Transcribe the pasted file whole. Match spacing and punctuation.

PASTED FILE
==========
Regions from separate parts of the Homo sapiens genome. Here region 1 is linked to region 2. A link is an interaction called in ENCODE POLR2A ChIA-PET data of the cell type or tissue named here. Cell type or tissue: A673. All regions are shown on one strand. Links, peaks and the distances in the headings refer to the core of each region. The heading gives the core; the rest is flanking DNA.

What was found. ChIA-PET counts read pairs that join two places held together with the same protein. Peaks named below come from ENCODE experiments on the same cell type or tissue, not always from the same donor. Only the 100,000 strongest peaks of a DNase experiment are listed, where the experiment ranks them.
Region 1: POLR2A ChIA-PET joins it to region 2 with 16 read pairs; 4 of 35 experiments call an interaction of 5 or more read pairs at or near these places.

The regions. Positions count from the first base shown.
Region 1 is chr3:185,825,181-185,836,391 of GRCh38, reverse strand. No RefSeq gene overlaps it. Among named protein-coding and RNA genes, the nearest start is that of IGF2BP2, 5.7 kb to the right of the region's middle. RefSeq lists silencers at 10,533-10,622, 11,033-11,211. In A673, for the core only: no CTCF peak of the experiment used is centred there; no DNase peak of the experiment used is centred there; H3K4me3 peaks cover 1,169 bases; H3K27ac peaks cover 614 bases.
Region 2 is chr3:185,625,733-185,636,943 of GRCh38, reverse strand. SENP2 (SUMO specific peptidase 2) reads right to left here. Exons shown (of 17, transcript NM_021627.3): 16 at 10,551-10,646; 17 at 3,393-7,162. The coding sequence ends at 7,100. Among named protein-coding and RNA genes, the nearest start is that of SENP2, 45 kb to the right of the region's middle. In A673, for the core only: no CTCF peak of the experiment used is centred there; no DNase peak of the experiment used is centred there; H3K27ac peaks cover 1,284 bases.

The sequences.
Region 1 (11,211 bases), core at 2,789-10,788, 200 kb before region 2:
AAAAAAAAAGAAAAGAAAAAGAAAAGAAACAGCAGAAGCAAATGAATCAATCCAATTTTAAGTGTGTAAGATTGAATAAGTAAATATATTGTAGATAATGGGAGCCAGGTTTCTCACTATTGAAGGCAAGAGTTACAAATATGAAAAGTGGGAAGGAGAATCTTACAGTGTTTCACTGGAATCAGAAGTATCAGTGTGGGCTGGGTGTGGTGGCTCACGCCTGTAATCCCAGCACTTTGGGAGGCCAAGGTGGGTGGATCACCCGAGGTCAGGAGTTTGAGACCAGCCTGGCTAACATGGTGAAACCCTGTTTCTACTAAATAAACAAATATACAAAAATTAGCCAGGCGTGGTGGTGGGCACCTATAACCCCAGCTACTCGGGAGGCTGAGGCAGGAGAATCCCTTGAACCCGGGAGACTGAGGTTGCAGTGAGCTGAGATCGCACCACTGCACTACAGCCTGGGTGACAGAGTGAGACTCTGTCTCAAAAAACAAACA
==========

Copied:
Regions from separate parts of the Homo sapiens genome. Here region 1 is linked to region 2. A link is an interaction called in ENCODE POLR2A ChIA-PET data of the cell type or tissue named here. Cell type or tissue: A673. All regions are shown on one strand. Links, peaks and the distances in the headings refer to the core of each region. The heading gives the core; the rest is flanking DNA.

What was found. ChIA-PET counts read pairs that join two places held together with the same protein. Peaks named below come from ENCODE experiments on the same cell type or tissue, not always from the same donor. Only the 100,000 strongest peaks of a DNase experiment are listed, where the experiment ranks them.
Region 1: POLR2A ChIA-PET joins it to region 2 with 16 read pairs; 4 of 35 experiments call an interaction of 5 or more read pairs at or near these places.

The regions. Positions count from the first base shown.
Region 1 is chr3:185,825,181-185,836,391 of GRCh38, reverse strand. No RefSeq gene overlaps it. Among named protein-coding and RNA genes, the nearest start is that of IGF2BP2, 5.7 kb to the right of the region's middle. RefSeq lists silencers at 10,533-10,622, 11,033-11,211. In A673, for the core only: no CTCF peak of the experiment used is centred there; no DNase peak of the experiment used is centred there; H3K4me3 peaks cover 1,169 bases; H3K27ac peaks cover 614 bases.
Region 2 is chr3:185,625,733-185,636,943 of GRCh38, reverse strand. SENP2 (SUMO specific peptidase 2) reads right to left here. Exons shown (of 17, transcript NM_021627.3): 16 at 10,551-10,646; 17 at 3,393-7,162. The coding sequence ends at 7,100. Among named protein-coding and RNA genes, the nearest start is that of SENP2, 45 kb to the right of the region's middle. In A673, for the core only: no CTCF peak of the experiment used is centred there; no DNase peak of the experiment used is centred there; H3K27ac peaks cover 1,284 bases.

The sequences.
Region 1 (11,211 bases), core at 2,789-10,788, 200 kb before region 2:
AAAAAAAAAGAAAAGAAAAAGAAAAGAAACAGCAGAAGCAAATGAATCAATCCAATTTTAAGTGTGTAAGATTGAATAAGTAAATATATTGTAGATAATGGGAGCCAGGTTTCTCACTATTGAAGGCAAGAGTTACAAATATGAAAAGTGGGAAGGAGAATCTTACAGTGTTTCACTGGAATCAGAAGTATCAGTGTGGGCTGGGTGTGGTGGCTCACGCCTGTAATCCCAGCACTTTGGGAGGCCAAGGTGGGTGGATCACCCGAGGTCAGGAGTTTGAGACCAGCCTGGCTAACATGGTGAAACCCTGTTTCTACTAAATAAACAAATATACAAAAATTAGCCAGGCGTGGTGGTGGGCACCTATAACCCCAGCTACTCGGGAGGCTGAGGCAGGAGAATCCCTTGAACCCGGGAGACTGAGGTTGCAGTGAGCTGAGATCGCACCACTGCACTACAGCCTGGGTGACAGAGTGAGACTCTGTCTCAAAAAACAAACA